Home Ministry Current Affairs - 2020
Supreme Court has approved Witness Protection Scheme 2018 and directed Union and State Governments to enforce the same. This scheme was framed by Union Ministry of Home Affairs (MHA) in response to PIL seeking protection for witnesses.
The apex court held that scheme will become law under Article 141/142 of Constitution till enactment of parliamentary and state legislations on the subject. It also directed states/UTs to set up the vulnerable witness deposition complexes (VWDCs) within period of 1 year (by the end of 2019). It also observed that there is paramount need to have witness protection regime in statutory form. The main reasons for establishing these VWDC is large percentage of acquittal in criminal cases is due to witnesses turning hostile and giving false testimonies, mostly due to lack of protection for them and their families.
Witness Protection Scheme 2018
It has been formulated by Home Ministry on the inputs received from 18 States/UTs, five state legal services authorities and open sources including civil society, three high courts as well as from police personnel. It was finalised in consultation with National Legal Services Authority (NALSA).
It aims to ensure that investigation, prosecution and trial of criminal offences does not turn out to be biased as witnesses are intimidated or frightened to give evidence without protection from violent or other criminal recrimination.
- Identifying categories of threat perceptions
- Preparation of Threat Analysis Report by the head of police
- Confidentiality and preservation of records, recovery of expenses, etc.
- Types of protection measures like ensuring that witness and accused do not come face to face during investigation etc. protection of identity, change of identity, relocation of witness
Three types of witnesses categorises
- Threat extends to life of witness or his family members during investigation, trial or thereafter.
- Threat extends to safety, reputation or property of witness or his family members, during investigation, trial.
- Threat is moderate and extends to harassment of witness or his family member’s, reputation or property during investigation, trial or thereafter.
Categorised witnesses under the scheme can file application for seeking protection order before competent authority of concerned district where offence is committed. This competent authority will be chaired by District and Sessions Judge. Head of police in the district will be its member and head of prosecution in the district as its member secretary.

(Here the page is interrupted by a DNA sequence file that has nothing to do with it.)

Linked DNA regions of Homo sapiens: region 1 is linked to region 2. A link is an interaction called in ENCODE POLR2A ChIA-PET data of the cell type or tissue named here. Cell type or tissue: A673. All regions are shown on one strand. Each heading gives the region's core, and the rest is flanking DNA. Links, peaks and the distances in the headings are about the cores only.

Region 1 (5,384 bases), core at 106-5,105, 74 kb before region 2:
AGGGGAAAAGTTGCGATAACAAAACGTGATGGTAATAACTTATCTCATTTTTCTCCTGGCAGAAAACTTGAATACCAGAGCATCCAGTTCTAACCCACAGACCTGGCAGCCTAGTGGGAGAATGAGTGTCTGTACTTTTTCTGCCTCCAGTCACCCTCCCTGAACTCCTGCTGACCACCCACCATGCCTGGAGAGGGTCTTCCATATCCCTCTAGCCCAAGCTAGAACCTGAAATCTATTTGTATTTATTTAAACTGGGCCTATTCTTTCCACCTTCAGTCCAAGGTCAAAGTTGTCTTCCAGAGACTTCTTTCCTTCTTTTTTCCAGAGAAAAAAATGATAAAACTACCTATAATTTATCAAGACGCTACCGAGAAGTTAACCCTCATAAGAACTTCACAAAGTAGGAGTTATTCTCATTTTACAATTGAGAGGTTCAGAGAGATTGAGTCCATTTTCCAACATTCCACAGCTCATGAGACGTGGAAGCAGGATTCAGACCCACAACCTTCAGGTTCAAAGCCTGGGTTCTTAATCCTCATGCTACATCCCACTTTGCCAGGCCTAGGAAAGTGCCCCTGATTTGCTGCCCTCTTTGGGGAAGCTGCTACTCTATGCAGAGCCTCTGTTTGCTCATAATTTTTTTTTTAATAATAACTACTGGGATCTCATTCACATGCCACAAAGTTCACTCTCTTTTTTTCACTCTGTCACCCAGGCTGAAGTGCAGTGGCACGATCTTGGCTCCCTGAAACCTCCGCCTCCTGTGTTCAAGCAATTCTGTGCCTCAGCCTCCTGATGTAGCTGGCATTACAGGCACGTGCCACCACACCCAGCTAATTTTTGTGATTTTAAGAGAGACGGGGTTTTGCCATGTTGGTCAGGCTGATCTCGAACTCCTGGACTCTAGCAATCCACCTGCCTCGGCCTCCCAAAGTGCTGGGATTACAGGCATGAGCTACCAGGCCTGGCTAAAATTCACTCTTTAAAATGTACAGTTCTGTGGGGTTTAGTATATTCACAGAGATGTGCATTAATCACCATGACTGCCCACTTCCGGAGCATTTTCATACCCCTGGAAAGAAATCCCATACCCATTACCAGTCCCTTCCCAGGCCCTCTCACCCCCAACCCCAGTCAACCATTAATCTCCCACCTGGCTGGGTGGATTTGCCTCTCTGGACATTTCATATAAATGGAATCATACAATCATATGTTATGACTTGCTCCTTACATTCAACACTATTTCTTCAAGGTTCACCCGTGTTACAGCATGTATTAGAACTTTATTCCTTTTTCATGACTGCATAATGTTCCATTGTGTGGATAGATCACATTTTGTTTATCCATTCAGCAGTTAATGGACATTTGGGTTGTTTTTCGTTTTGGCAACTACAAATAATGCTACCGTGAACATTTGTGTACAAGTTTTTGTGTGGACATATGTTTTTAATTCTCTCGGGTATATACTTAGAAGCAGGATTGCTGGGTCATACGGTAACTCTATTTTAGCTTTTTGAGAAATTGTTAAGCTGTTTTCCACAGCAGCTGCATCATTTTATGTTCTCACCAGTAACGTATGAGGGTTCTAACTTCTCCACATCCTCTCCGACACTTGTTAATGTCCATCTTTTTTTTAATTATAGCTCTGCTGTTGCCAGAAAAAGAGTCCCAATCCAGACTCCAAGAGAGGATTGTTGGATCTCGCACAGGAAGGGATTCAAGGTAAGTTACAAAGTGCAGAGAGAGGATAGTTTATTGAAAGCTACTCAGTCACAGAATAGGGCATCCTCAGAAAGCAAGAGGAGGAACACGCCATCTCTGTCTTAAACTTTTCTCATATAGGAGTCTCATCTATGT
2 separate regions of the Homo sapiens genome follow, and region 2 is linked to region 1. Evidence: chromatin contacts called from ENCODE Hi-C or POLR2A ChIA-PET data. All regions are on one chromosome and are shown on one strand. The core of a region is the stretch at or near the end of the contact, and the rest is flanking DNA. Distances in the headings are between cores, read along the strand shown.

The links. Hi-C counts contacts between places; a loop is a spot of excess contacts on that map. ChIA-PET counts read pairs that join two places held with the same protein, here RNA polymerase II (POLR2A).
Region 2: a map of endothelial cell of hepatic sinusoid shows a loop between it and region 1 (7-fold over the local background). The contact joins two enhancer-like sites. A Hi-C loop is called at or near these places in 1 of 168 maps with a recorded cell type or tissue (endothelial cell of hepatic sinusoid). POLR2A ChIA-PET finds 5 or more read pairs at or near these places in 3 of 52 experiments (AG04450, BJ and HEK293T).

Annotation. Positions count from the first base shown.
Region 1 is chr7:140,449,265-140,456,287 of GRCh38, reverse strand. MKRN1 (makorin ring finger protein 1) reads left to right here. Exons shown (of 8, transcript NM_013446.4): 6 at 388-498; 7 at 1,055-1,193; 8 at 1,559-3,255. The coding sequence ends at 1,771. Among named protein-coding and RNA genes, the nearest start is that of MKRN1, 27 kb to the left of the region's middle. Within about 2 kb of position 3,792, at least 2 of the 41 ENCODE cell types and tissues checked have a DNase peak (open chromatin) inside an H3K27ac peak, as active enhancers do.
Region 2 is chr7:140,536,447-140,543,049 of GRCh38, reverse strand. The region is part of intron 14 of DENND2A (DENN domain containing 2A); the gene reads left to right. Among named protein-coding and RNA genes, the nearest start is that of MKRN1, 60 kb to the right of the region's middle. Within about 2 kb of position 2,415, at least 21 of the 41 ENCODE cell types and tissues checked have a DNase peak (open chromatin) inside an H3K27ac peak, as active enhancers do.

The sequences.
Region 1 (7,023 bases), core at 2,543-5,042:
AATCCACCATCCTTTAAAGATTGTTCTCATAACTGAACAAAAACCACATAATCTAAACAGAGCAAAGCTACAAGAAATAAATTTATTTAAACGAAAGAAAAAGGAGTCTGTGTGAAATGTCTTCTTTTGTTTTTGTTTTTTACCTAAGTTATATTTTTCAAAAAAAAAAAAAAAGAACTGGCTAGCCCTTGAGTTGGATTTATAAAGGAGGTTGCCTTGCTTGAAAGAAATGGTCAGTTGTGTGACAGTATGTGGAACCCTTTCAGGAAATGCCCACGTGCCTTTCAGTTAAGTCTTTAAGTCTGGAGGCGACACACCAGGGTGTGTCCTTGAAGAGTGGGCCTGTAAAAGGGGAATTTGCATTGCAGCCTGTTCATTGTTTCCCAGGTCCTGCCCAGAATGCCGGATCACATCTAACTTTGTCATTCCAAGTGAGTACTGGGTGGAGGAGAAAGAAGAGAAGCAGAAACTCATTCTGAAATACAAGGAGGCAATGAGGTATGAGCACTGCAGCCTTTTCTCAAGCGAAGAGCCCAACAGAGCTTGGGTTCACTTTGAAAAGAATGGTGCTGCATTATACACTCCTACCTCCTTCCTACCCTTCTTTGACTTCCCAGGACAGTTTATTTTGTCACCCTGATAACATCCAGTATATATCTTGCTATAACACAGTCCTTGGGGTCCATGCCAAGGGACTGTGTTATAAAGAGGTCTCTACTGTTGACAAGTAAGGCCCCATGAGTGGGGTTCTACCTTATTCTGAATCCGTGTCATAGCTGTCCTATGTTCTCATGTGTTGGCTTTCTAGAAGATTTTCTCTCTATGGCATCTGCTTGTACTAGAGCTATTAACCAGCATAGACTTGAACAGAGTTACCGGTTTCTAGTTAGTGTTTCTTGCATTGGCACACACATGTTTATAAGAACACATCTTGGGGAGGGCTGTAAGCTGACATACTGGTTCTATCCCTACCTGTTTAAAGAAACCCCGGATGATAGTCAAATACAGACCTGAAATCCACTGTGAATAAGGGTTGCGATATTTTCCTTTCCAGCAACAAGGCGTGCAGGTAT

When this authority receives application, it has to call for Threat Analysis Report (TAR) from ACP/DSP in charge of the concerned Police Sub-Division. The authority is also empowered to order protection measures based on TAR such as identity protection, change of identity and relocation of witnesses.
Tags: Article 142 • Government Schemes • Home Ministry • Law and Order • National
Union Home Ministry has released more than Rs. 113 crore to six border states under Border Area Development Programme (BADP) as part of its plan to ameliorate the problems of people living in isolated locations. These six states are Assam, Nagaland, Sikkim, Gujarat, Rajasthan and Uttarakhand.
Till now, Home Ministry has released total of Rs. 637.98 crore during 2018-19 period to states having International Border. The funds released are in addition to the Rs. 1,100-crore released in 2017-18 for the all-round development of villages located along International Border in 17 states. India shares land border with seven neighbouring countries viz. Bangladesh (4,096 km), China (3,488 km), Pakistan (3,323 km), Nepal (1,751 km), Myanmar (1,643 km), Bhutan (699 km) and Afghanistan (106km in Pakistan Occupied Kashmir).
Border Area Development Programme (BADP)
The umbrella BADP scheme is being implemented by Union Home Ministry in 367 border blocks of 104 border districts in 17 states. Its objective is to meet special developmental needs and well-being of people living in remote and inaccessible areas situated near international border areas. It also seeks to saturate border areas with entire essential infrastructure through convergence of Union, state, BADP, local schemes and participatory approach.
Sub-schemes under it include construction of primary health centres (PHCs), connectivity, schools, supply of drinking water, community centres, drainage to enable sustainable living in border areas. It also covers schemes or activities relating to skill development programmes, promotion of sports activities in border areas, promotion of rural tourism, border tourism, protection of heritage sites, Swachhta Abhiyan, construction of helipads in remote and inaccessible hilly areas, which do not have road connectivity.
Skill development training to farmers for use of modern and scientific techniques in agriculture, organic farming is also part of BADP now. As many as 61 model villages are being developed under BADP to improve the quality of life for people living near border areas. A total of Rs 13,400 crore so far have been released since BADP programme was initiated in 1986-87.